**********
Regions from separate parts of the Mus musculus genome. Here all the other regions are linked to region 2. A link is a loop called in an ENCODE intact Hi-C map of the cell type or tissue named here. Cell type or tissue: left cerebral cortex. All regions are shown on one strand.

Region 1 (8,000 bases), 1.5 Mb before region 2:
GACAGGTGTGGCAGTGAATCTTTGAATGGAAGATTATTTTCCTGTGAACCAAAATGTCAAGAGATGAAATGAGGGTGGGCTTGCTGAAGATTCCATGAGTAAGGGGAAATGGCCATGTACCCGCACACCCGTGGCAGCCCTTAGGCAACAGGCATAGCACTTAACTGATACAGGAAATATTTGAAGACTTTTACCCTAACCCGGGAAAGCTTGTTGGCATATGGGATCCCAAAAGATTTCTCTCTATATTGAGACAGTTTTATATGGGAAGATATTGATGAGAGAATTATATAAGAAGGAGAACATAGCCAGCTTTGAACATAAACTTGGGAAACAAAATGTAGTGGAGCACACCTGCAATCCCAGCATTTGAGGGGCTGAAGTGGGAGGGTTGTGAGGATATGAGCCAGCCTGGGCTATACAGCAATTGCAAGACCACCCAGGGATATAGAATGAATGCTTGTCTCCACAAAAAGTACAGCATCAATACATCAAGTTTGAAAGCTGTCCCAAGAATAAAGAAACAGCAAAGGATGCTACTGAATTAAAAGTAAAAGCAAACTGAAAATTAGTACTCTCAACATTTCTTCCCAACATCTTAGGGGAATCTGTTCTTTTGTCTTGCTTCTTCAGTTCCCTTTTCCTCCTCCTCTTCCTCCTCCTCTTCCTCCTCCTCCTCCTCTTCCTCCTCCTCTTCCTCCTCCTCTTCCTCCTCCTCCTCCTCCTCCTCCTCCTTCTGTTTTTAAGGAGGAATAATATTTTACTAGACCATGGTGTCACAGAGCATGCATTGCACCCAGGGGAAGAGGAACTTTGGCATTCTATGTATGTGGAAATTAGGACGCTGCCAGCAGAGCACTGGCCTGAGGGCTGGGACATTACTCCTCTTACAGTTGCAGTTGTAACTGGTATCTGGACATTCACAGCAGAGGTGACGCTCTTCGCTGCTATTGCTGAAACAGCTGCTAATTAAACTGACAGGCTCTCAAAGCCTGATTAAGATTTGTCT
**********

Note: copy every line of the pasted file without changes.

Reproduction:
Regions from separate parts of the Mus musculus genome. Here all the other regions are linked to region 2. A link is a loop called in an ENCODE intact Hi-C map of the cell type or tissue named here. Cell type or tissue: left cerebral cortex. All regions are shown on one strand.

Region 1 (8,000 bases), 1.5 Mb before region 2:
GACAGGTGTGGCAGTGAATCTTTGAATGGAAGATTATTTTCCTGTGAACCAAAATGTCAAGAGATGAAATGAGGGTGGGCTTGCTGAAGATTCCATGAGTAAGGGGAAATGGCCATGTACCCGCACACCCGTGGCAGCCCTTAGGCAACAGGCATAGCACTTAACTGATACAGGAAATATTTGAAGACTTTTACCCTAACCCGGGAAAGCTTGTTGGCATATGGGATCCCAAAAGATTTCTCTCTATATTGAGACAGTTTTATATGGGAAGATATTGATGAGAGAATTATATAAGAAGGAGAACATAGCCAGCTTTGAACATAAACTTGGGAAACAAAATGTAGTGGAGCACACCTGCAATCCCAGCATTTGAGGGGCTGAAGTGGGAGGGTTGTGAGGATATGAGCCAGCCTGGGCTATACAGCAATTGCAAGACCACCCAGGGATATAGAATGAATGCTTGTCTCCACAAAAAGTACAGCATCAATACATCAAGTTTGAAAGCTGTCCCAAGAATAAAGAAACAGCAAAGGATGCTACTGAATTAAAAGTAAAAGCAAACTGAAAATTAGTACTCTCAACATTTCTTCCCAACATCTTAGGGGAATCTGTTCTTTTGTCTTGCTTCTTCAGTTCCCTTTTCCTCCTCCTCTTCCTCCTCCTCTTCCTCCTCCTCCTCCTCTTCCTCCTCCTCTTCCTCCTCCTCTTCCTCCTCCTCCTCCTCCTCCTCCTCCTTCTGTTTTTAAGGAGGAATAATATTTTACTAGACCATGGTGTCACAGAGCATGCATTGCACCCAGGGGAAGAGGAACTTTGGCATTCTATGTATGTGGAAATTAGGACGCTGCCAGCAGAGCACTGGCCTGAGGGCTGGGACATTACTCCTCTTACAGTTGCAGTTGTAACTGGTATCTGGACATTCACAGCAGAGGTGACGCTCTTCGCTGCTATTGCTGAAACAGCTGCTAATTAAACTGACAGGCTCTCAAAGCCTGATTAAGATTTGTCT